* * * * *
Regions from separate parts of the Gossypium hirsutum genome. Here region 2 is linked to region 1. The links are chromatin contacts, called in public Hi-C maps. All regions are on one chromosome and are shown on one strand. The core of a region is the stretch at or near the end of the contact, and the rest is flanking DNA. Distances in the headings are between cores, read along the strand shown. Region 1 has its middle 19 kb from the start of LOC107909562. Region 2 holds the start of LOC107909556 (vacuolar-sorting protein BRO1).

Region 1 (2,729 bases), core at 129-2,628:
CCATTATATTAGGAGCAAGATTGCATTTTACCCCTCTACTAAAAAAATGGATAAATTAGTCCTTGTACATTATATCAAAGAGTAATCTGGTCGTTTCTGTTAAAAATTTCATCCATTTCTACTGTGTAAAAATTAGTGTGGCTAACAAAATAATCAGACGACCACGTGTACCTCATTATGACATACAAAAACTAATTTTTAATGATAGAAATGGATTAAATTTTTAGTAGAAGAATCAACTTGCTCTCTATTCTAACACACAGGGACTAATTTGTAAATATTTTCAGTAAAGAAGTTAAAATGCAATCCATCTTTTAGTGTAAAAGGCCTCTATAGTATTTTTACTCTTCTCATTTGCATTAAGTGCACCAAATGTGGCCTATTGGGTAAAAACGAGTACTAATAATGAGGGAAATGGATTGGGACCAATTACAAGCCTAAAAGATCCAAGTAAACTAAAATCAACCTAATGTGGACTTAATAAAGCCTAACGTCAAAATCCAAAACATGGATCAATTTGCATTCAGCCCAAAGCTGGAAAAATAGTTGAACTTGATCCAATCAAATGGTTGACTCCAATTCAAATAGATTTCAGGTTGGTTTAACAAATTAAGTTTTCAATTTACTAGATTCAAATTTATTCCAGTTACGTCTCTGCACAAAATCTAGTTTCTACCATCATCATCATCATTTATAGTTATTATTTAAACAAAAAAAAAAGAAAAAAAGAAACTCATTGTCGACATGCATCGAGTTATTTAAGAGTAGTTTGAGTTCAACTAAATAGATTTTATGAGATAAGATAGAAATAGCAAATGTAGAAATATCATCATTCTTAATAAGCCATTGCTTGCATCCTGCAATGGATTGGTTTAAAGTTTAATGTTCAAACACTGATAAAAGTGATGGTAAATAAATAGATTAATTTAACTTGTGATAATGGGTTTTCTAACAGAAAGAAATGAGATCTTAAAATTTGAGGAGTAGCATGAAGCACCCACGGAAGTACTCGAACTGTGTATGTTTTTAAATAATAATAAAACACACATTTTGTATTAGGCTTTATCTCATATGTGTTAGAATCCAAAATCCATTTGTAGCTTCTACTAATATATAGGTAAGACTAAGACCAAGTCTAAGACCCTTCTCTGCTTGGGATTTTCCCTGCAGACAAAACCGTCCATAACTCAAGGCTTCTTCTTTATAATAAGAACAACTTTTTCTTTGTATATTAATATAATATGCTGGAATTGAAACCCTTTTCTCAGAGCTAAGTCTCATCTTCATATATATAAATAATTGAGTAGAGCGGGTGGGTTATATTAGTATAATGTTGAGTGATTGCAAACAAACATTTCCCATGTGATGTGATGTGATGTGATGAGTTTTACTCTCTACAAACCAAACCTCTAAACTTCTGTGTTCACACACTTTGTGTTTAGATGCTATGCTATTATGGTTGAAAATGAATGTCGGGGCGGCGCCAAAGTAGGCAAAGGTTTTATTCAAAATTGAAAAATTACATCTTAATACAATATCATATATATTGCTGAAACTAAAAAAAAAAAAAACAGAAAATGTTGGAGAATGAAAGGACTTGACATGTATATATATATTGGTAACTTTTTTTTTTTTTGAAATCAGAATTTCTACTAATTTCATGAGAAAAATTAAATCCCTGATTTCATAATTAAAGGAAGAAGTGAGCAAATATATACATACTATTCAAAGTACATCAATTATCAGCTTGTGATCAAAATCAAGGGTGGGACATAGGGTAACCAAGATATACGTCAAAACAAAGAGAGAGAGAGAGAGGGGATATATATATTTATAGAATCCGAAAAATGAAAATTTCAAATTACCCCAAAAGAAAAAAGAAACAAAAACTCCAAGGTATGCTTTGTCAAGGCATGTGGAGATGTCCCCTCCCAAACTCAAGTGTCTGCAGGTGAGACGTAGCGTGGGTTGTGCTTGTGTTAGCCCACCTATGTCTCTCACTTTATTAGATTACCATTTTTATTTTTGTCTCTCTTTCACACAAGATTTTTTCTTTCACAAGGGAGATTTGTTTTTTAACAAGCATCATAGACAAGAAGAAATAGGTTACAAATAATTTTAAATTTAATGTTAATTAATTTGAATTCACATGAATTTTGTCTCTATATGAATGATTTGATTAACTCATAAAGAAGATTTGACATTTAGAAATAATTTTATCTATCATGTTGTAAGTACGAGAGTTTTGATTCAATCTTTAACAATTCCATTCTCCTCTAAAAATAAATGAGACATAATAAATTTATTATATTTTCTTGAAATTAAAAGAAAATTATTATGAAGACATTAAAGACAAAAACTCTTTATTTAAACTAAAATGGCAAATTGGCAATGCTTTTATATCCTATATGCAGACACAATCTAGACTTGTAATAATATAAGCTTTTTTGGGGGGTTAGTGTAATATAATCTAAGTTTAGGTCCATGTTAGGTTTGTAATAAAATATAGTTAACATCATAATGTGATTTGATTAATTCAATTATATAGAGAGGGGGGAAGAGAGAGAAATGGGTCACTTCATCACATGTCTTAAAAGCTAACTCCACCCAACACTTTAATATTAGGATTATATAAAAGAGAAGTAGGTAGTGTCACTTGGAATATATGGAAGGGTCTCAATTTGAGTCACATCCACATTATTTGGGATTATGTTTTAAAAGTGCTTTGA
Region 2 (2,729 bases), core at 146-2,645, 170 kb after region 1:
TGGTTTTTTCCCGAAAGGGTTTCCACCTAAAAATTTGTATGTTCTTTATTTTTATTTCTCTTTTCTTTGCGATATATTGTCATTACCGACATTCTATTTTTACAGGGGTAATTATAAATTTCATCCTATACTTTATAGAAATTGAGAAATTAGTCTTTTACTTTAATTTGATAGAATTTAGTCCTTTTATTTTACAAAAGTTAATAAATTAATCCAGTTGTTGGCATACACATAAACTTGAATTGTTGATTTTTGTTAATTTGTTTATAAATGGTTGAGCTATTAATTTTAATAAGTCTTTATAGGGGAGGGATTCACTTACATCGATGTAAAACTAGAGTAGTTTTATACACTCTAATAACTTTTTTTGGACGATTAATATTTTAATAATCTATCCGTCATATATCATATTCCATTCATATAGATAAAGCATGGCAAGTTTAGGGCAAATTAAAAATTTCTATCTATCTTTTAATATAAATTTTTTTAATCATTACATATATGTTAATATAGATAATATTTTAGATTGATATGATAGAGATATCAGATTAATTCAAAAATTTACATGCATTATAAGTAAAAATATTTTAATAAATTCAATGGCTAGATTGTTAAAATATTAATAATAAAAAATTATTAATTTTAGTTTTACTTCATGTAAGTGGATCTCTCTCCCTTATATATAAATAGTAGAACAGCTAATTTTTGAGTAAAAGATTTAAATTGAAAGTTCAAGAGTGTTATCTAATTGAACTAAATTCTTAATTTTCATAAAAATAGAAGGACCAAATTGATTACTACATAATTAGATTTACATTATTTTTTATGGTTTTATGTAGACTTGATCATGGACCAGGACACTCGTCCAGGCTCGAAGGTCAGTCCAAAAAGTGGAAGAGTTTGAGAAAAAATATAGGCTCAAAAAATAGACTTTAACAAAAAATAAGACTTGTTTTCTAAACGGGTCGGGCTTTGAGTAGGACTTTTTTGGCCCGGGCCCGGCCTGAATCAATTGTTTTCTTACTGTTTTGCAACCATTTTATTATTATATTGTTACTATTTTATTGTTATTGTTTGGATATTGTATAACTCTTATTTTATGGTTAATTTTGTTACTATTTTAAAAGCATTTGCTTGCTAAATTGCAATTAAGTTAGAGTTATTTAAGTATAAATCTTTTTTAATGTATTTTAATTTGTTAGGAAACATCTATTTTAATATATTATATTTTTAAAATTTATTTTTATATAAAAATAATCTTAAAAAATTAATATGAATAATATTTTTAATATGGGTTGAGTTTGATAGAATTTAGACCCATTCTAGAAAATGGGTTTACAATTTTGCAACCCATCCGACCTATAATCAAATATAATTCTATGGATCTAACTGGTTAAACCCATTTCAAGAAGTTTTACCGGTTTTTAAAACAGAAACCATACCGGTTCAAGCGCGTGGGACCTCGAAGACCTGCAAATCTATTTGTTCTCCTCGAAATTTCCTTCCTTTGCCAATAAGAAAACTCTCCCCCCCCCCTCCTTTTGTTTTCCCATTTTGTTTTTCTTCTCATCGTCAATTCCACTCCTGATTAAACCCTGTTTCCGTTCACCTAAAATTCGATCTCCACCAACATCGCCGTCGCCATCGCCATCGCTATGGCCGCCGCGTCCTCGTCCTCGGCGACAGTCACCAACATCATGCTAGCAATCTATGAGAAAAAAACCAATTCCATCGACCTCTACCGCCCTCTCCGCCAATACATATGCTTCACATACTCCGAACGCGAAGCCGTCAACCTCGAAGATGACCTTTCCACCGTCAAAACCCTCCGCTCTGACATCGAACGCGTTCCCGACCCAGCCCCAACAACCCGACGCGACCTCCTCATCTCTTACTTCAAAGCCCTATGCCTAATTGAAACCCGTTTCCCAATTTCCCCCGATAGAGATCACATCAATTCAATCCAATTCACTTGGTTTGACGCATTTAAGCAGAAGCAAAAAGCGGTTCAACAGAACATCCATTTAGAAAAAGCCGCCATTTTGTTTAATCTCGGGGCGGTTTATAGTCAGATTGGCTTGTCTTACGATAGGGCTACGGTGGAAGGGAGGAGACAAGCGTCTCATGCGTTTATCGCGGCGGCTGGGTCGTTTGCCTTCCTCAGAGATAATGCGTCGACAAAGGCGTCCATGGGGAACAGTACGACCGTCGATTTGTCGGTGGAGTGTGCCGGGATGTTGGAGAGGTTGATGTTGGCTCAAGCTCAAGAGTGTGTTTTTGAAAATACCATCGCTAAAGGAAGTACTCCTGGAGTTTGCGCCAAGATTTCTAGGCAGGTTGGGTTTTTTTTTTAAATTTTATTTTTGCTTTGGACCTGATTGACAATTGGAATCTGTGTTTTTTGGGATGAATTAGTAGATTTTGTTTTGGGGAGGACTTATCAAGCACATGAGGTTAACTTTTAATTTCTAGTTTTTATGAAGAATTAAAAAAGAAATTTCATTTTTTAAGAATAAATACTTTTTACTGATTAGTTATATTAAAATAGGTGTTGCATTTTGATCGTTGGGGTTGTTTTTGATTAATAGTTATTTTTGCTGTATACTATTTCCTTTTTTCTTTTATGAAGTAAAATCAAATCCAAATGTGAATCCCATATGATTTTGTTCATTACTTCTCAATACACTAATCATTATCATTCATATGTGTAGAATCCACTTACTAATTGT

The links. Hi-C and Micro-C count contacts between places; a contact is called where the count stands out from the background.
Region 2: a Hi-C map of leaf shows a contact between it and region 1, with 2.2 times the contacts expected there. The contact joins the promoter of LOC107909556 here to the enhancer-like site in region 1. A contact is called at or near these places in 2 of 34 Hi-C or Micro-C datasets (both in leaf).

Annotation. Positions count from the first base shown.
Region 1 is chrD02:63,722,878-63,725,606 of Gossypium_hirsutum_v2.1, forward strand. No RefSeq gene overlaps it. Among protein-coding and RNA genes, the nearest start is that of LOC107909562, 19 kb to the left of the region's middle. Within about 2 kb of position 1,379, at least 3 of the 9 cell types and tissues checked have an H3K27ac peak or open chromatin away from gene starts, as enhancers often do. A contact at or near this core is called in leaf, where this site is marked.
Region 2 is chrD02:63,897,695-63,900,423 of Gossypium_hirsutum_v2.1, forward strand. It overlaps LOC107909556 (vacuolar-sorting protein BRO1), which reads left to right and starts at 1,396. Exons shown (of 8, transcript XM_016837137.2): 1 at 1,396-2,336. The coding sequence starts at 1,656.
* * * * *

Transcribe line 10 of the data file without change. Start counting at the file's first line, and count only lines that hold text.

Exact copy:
Region 2 is chrD02:63,897,695-63,900,423 of Gossypium_hirsutum_v2.1, forward strand. It overlaps LOC107909556 (vacuolar-sorting protein BRO1), which reads left to right and starts at 1,396. Exons shown (of 8, transcript XM_016837137.2): 1 at 1,396-2,336. The coding sequence starts at 1,656.